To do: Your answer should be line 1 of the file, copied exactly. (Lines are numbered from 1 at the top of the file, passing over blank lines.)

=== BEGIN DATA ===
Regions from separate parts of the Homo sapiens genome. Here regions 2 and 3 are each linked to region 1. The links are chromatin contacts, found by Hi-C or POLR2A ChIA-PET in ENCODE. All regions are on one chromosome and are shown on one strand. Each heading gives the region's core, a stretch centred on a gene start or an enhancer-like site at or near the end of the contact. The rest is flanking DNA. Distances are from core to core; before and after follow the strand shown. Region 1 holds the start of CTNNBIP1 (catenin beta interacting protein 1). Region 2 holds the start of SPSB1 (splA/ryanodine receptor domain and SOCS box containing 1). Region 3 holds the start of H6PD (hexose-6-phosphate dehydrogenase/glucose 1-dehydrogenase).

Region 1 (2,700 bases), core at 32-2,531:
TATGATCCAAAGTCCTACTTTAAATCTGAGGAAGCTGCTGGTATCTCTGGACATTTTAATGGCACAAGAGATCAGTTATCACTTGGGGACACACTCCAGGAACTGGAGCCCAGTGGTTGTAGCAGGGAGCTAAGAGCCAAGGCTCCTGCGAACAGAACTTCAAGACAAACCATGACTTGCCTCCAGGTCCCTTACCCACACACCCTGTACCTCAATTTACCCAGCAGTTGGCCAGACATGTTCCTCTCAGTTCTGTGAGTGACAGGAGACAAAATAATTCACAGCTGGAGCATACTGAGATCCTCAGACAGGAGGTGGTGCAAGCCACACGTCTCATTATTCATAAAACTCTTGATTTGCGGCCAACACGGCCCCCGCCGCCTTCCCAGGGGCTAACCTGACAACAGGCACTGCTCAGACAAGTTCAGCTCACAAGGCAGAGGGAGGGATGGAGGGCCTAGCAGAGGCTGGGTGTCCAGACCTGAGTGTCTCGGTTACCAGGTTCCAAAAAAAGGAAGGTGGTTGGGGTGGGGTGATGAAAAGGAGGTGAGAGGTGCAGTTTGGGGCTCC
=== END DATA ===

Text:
Regions from separate parts of the Homo sapiens genome. Here regions 2 and 3 are each linked to region 1. The links are chromatin contacts, found by Hi-C or POLR2A ChIA-PET in ENCODE. All regions are on one chromosome and are shown on one strand. Each heading gives the region's core, a stretch centred on a gene start or an enhancer-like site at or near the end of the contact. The rest is flanking DNA. Distances are from core to core; before and after follow the strand shown. Region 1 holds the start of CTNNBIP1 (catenin beta interacting protein 1). Region 2 holds the start of SPSB1 (splA/ryanodine receptor domain and SOCS box containing 1). Region 3 holds the start of H6PD (hexose-6-phosphate dehydrogenase/glucose 1-dehydrogenase).